Rise above

    With a transcript filled with failing and below-average grades, it would have been easy for Reed to fold when his family moved to Billings during his junior year. Instead, the resilient teen dug in. With the help of supportive teachers and staff at West High, Reed excelled academically and has even earned nine credits of college courses. “Giving up was never an option—my parents and siblings made sure of that.”

    Change-maker

    Flourishing at West High, Reed spearheaded a school-sponsored Native American group, a concept that didn’t find any traction in Bozeman. He also serves on a statewide student advisory board, selected by State Superintendent of Public Instruction, Denise Juneau. The group focuses on solutions to lower student dropout rates. “I’m involved in activities that feed my mind and my soul.”

    Steadfast and spirited

    “Reed has the ability not only to overcome life’s challenges, but to turn them into learning experiences,” said Reed’s high school guidance counselor, Lori Townsend. “He makes the most of his opportunities and is continually looking for ways to improve himself as he prepares for the future.” This attitude fuels Reed’s outlook on life—to search your heart for what you want, surround yourself with positive support and never give up.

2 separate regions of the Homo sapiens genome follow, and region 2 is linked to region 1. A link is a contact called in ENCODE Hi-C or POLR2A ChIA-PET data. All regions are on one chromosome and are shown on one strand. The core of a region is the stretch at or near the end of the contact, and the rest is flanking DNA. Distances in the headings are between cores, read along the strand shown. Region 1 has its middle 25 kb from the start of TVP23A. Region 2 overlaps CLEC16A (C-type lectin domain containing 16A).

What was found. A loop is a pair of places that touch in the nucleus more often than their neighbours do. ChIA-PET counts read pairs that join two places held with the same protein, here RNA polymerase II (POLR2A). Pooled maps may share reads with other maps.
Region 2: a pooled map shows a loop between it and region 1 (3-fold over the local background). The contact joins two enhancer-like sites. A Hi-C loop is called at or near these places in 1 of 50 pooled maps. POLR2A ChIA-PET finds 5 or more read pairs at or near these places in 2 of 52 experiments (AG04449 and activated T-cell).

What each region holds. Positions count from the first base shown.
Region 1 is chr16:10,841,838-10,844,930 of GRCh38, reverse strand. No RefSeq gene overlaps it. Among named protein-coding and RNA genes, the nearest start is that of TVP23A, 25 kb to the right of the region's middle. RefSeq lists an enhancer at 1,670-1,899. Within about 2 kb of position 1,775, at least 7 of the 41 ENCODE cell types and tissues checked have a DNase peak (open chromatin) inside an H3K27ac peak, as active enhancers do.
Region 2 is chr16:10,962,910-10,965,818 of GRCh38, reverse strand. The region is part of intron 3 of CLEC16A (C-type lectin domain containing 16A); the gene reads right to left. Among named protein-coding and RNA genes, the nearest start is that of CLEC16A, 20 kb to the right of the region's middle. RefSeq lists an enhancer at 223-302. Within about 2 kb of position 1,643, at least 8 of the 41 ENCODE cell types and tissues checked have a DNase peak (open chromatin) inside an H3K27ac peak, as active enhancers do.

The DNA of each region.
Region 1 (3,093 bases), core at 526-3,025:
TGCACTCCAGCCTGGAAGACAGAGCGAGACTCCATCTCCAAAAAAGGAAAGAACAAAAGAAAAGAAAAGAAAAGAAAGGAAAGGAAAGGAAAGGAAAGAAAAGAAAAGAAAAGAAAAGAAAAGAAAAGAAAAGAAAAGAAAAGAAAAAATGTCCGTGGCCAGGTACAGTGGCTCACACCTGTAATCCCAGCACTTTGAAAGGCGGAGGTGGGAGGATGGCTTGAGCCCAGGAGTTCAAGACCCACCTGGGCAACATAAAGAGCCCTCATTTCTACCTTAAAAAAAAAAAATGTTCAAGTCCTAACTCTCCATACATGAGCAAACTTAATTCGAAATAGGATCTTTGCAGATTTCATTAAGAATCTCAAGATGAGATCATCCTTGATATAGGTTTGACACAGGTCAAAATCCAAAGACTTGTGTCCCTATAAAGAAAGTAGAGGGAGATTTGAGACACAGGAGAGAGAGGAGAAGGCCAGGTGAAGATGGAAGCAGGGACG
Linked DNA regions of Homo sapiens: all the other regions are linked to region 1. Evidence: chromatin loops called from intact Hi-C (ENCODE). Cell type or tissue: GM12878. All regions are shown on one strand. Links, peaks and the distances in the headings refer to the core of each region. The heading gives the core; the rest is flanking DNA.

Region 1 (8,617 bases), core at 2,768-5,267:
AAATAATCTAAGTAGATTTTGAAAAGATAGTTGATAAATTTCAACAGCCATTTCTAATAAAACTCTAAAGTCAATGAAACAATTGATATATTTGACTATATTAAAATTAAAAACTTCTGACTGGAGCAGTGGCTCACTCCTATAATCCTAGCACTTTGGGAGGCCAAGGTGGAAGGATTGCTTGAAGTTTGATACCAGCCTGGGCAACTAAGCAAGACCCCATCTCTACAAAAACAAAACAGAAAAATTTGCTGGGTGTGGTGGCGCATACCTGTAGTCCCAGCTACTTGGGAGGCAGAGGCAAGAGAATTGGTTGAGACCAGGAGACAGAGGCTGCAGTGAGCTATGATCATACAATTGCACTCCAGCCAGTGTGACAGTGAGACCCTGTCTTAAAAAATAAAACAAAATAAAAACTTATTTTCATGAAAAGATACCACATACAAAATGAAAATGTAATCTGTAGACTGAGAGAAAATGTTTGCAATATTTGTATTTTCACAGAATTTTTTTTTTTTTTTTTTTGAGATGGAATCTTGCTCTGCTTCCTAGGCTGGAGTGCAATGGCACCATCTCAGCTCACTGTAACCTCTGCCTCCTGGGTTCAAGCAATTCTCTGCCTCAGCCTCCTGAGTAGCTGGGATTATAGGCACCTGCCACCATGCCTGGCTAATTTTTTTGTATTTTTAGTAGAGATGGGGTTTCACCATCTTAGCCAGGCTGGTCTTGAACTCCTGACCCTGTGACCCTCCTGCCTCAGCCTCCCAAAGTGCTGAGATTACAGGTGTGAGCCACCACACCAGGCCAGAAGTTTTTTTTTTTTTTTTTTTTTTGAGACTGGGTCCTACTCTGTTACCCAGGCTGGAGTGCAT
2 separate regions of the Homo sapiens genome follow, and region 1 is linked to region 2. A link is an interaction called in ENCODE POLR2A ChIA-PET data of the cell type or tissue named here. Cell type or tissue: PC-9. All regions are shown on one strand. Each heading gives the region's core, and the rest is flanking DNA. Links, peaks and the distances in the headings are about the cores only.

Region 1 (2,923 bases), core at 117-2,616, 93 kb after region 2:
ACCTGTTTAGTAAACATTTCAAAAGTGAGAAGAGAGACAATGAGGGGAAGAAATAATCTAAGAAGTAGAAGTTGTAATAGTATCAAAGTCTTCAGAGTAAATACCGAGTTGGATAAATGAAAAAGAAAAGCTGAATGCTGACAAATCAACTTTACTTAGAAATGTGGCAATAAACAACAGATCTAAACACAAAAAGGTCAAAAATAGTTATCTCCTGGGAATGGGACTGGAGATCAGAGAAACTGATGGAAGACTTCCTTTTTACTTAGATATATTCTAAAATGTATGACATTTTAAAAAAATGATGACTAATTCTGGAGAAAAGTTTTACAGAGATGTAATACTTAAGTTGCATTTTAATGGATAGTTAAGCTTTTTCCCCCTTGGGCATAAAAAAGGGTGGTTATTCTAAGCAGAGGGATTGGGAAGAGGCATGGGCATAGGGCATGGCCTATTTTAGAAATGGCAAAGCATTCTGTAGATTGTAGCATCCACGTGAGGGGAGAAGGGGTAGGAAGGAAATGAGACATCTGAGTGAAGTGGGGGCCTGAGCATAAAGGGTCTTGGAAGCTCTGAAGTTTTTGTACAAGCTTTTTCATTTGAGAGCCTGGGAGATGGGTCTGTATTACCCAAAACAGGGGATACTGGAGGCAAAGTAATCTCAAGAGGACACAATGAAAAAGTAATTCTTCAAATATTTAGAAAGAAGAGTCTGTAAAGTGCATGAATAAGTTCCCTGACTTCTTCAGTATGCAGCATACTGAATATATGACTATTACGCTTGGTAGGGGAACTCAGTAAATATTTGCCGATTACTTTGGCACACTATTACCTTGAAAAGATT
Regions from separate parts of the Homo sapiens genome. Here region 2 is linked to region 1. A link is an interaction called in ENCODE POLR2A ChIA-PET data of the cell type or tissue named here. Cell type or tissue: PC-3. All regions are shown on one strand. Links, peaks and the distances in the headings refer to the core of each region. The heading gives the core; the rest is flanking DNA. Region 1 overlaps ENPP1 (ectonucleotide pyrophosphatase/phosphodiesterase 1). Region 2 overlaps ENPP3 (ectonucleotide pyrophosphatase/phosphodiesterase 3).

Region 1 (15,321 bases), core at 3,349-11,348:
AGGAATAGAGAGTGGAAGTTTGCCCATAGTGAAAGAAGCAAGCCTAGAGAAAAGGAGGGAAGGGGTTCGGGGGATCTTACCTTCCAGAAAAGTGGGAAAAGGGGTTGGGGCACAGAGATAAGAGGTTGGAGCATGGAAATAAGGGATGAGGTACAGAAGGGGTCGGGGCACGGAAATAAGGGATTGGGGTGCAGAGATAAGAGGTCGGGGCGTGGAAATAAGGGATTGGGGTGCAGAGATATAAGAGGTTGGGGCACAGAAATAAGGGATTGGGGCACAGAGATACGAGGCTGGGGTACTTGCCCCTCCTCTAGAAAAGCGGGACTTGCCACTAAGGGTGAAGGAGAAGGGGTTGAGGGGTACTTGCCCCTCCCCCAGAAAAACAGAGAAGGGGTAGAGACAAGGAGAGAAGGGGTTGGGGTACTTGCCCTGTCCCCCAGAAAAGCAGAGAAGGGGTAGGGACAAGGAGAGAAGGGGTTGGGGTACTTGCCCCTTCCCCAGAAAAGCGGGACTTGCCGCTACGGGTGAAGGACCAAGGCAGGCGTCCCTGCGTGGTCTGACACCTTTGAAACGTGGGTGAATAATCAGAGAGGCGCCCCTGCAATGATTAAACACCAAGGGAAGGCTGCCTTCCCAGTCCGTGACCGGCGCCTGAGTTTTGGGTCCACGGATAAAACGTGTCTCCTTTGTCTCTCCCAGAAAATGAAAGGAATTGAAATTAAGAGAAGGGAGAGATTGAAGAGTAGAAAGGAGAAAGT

Paying it forward

    A career in guidance counseling with an emphasis on psychology is on Reed’s radar. He will attend the University of Montana in the fall and is eager to use his enthusiasm and skills to help others. “After all I’ve been through, I want to give back and help people on the reservation,” Reed said. “I want to be that person who makes a difference.”

  • Enthusiasm incarnate

    When Ryder Gerberding walks into the room, you know it. A lanky young man with tousled blond hair and riveting blue eyes, he is energy and enthusiasm incarnate. In conversation you quickly learn that Ryder is one of the most positive individuals you will ever meet. The fact that he is missing part of one arm and hand almost goes unnoticed – almost.